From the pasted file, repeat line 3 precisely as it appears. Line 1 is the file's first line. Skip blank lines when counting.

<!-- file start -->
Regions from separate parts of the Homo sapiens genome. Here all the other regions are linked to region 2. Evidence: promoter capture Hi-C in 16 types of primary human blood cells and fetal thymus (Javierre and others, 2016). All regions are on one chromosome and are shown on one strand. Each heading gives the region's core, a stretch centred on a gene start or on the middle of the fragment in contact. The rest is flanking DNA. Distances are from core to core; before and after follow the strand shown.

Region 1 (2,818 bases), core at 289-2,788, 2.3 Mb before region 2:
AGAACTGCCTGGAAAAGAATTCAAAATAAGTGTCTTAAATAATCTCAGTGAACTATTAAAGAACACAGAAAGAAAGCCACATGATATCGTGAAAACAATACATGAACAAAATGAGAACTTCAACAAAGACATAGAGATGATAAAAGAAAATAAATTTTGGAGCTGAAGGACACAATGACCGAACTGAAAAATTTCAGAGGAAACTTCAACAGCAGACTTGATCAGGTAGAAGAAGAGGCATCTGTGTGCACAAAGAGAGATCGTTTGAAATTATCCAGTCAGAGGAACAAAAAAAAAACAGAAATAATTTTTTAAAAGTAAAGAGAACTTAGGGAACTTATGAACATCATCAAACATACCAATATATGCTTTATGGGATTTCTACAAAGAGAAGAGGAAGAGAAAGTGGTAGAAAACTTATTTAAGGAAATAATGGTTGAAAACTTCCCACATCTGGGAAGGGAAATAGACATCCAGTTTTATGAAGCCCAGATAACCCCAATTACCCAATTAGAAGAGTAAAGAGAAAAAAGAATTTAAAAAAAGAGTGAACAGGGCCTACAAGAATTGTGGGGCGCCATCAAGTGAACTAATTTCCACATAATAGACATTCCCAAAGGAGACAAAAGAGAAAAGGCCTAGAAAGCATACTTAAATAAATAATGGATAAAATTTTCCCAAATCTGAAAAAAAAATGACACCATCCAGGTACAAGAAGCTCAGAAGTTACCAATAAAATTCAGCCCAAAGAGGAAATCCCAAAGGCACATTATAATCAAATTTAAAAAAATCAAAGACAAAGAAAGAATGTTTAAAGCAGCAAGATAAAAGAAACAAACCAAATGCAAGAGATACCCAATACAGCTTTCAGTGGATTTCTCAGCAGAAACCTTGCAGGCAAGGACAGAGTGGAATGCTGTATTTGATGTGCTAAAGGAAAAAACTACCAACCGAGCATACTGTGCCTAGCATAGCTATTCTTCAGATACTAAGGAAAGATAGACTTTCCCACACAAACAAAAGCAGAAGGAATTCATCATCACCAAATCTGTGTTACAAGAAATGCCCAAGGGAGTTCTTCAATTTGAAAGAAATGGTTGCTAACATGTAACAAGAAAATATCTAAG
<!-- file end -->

AGAACTGCCTGGAAAAGAATTCAAAATAAGTGTCTTAAATAATCTCAGTGAACTATTAAAGAACACAGAAAGAAAGCCACATGATATCGTGAAAACAATACATGAACAAAATGAGAACTTCAACAAAGACATAGAGATGATAAAAGAAAATAAATTTTGGAGCTGAAGGACACAATGACCGAACTGAAAAATTTCAGAGGAAACTTCAACAGCAGACTTGATCAGGTAGAAGAAGAGGCATCTGTGTGCACAAAGAGAGATCGTTTGAAATTATCCAGTCAGAGGAACAAAAAAAAAACAGAAATAATTTTTTAAAAGTAAAGAGAACTTAGGGAACTTATGAACATCATCAAACATACCAATATATGCTTTATGGGATTTCTACAAAGAGAAGAGGAAGAGAAAGTGGTAGAAAACTTATTTAAGGAAATAATGGTTGAAAACTTCCCACATCTGGGAAGGGAAATAGACATCCAGTTTTATGAAGCCCAGATAACCCCAATTACCCAATTAGAAGAGTAAAGAGAAAAAAGAATTTAAAAAAAGAGTGAACAGGGCCTACAAGAATTGTGGGGCGCCATCAAGTGAACTAATTTCCACATAATAGACATTCCCAAAGGAGACAAAAGAGAAAAGGCCTAGAAAGCATACTTAAATAAATAATGGATAAAATTTTCCCAAATCTGAAAAAAAAATGACACCATCCAGGTACAAGAAGCTCAGAAGTTACCAATAAAATTCAGCCCAAAGAGGAAATCCCAAAGGCACATTATAATCAAATTTAAAAAAATCAAAGACAAAGAAAGAATGTTTAAAGCAGCAAGATAAAAGAAACAAACCAAATGCAAGAGATACCCAATACAGCTTTCAGTGGATTTCTCAGCAGAAACCTTGCAGGCAAGGACAGAGTGGAATGCTGTATTTGATGTGCTAAAGGAAAAAACTACCAACCGAGCATACTGTGCCTAGCATAGCTATTCTTCAGATACTAAGGAAAGATAGACTTTCCCACACAAACAAAAGCAGAAGGAATTCATCATCACCAAATCTGTGTTACAAGAAATGCCCAAGGGAGTTCTTCAATTTGAAAGAAATGGTTGCTAACATGTAACAAGAAAATATCTAAG